AN AMBULANCE service has come up with a bright idea to use an electric car in the service for the first time.
South East Coast Ambulance Service NHS Foundation Trust has been testing a smart Volvo V60 D6 Plug In Hybrid car during January and February.
The car, which is reported to cost more than £40,000, was based at the Bohemia Road ambulance station.
It runs on a both a diesel and an electric motor which can propel the vehicle to 60mph in six seconds.
With a 215 horsepower turbo diesel engine the car can travel at more than 140mph if needed for super fast response to emergency incidents.
SECAmb managers are now studying whether the vehicle will prove economical and whether they will purchase one.
The electric motor’s batteries can be recharged at various trust centres across the region.
SECAmb environmental manager, Julia Brown, who approached Volvo about running the trial, said: “The vast majority of our emissions are associated with the mileage resulting from our operational activity of delivering an emergency response service.
“This trial with Volvo is a valuable contribution to our overall plans to improve the resilience of our business by being able to operate our vehicles on a mix of fuels, rather than relying on one individual fuel and reducing our carbon footprint in the process.”
The vehicle is able to switch between three modes.
The first mode is the pure mode where the engine uses pure electricity to create a zero emissions electric car with a range of up to 31 miles.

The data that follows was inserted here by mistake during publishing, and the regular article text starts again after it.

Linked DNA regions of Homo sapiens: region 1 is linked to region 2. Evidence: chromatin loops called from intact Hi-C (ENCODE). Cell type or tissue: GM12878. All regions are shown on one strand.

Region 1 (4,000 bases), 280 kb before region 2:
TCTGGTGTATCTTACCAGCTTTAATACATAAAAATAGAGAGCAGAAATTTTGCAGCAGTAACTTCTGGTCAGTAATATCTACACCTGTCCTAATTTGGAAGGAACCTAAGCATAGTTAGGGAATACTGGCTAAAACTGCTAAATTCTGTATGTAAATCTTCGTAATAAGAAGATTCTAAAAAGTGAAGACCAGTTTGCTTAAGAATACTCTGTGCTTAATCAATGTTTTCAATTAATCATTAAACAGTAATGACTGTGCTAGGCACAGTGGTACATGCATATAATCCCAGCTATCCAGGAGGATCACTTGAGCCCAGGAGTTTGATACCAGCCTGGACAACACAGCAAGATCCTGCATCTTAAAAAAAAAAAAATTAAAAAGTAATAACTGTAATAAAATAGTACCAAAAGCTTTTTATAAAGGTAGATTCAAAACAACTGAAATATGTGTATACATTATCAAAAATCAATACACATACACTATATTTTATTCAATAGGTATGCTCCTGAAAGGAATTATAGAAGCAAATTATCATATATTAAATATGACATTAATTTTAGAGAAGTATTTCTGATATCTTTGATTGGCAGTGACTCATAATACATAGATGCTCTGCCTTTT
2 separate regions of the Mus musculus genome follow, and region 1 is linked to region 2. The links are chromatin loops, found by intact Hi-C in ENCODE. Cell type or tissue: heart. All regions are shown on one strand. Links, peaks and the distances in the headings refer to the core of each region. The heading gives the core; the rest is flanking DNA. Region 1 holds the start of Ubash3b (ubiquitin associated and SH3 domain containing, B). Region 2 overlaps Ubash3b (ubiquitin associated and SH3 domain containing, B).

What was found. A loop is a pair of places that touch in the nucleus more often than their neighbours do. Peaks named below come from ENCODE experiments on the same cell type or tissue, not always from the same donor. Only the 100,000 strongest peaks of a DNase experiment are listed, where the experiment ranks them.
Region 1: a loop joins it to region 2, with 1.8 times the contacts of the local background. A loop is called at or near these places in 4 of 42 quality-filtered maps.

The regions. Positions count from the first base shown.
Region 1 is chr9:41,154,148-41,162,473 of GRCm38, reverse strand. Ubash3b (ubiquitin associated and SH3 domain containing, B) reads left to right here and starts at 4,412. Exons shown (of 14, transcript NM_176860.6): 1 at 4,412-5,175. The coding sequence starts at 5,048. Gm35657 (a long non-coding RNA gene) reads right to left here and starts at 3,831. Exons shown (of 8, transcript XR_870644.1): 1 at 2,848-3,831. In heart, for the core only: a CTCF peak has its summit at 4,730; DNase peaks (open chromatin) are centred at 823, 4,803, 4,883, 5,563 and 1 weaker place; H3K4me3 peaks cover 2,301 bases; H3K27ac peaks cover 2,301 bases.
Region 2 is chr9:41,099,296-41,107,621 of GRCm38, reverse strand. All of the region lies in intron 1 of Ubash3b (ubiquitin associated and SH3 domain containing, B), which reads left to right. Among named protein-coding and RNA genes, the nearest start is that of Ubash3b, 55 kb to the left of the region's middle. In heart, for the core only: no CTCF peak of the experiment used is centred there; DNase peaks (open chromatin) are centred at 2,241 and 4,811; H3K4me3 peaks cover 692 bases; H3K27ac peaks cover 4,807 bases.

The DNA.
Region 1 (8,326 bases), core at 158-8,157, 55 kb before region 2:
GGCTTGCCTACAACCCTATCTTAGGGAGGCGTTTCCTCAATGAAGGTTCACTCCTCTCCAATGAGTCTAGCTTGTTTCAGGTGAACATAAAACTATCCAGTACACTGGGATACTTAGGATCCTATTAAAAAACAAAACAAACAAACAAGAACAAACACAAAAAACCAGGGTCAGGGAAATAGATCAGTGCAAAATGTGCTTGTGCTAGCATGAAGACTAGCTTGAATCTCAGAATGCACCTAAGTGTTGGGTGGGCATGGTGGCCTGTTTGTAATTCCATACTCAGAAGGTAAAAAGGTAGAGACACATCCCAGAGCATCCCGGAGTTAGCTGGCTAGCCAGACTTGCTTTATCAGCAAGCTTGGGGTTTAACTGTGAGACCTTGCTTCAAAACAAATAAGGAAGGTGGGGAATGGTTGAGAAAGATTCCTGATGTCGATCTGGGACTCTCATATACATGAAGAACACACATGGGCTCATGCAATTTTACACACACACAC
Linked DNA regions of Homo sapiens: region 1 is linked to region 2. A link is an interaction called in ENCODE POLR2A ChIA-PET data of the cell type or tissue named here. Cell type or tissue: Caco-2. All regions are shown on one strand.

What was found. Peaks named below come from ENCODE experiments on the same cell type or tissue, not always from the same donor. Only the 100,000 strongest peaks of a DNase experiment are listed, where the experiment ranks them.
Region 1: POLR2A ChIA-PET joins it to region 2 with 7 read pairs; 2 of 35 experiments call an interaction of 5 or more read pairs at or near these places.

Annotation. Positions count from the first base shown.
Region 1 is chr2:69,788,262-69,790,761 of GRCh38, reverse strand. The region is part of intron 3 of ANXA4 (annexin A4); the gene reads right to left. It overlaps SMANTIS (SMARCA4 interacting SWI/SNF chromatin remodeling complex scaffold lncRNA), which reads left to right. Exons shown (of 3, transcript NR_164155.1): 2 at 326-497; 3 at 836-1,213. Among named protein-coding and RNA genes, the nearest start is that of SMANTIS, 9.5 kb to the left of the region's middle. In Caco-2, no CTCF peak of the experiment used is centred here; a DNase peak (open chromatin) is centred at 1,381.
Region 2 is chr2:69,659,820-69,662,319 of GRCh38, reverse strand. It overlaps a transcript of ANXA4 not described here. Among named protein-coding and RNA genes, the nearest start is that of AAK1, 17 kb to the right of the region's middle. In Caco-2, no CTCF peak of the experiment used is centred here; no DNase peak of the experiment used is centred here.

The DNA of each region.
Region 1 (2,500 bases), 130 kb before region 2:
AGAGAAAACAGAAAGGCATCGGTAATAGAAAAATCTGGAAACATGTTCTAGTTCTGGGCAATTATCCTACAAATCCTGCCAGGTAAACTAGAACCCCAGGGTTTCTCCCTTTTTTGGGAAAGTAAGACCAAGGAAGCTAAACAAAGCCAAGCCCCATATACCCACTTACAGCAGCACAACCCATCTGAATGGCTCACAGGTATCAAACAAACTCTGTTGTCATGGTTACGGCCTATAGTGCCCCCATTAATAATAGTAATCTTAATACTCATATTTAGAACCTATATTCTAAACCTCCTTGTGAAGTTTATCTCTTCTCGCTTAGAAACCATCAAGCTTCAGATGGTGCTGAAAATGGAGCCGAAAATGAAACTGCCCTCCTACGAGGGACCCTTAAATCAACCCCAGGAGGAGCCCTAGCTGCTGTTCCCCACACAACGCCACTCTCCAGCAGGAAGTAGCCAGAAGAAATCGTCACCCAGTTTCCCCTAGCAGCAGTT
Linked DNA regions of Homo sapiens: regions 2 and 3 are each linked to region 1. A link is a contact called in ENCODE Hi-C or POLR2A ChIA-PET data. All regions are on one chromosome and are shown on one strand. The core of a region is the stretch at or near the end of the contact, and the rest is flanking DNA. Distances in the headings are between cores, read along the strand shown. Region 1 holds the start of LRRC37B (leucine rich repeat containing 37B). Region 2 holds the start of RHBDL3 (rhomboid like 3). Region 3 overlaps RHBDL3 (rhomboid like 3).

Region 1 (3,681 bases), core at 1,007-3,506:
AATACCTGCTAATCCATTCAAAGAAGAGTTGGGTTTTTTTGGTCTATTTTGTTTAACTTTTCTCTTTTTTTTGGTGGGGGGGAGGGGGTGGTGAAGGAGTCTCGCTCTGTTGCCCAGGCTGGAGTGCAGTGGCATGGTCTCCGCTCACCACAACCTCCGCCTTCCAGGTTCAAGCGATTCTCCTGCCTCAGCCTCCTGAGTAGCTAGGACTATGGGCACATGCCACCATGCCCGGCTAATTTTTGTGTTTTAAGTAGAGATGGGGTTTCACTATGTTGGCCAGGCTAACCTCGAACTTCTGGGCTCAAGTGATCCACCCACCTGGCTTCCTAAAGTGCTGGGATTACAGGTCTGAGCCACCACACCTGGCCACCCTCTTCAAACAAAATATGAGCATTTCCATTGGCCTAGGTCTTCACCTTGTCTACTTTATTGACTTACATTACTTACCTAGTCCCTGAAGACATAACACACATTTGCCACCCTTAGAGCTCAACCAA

The hybrid mode engages both the diesel engine and the electric motor returning up to 155 mles per gallon with low carbon dioxide emissions.
And a power mode see the turbo diesel engine combining with the 70 horsepower electric motor to reach quick speeds.
According to Volvo’s website, the company states: “It’s the world’s first and only luxury diesel hybrid that also runs on pure electricity.
“It’s a car born from Volvo’s vision of a sustainable future and increasingly efficient cars.
“And it’s a dream realised – a pioneering, engineering revolution that gives you three different ways to drive in one extraordinary car.”
Paramedic John Anderson, who was part of the team testing the new vehicle, said: “I think there will be plenty to discuss when the trial comes to an end and it is proving very interesting to be a part of it.” SECAmb spokesman, Richard Airey, added: “It’s the first time we’ve ever tested a vehicle like this before. We’ re still doing number crunching.”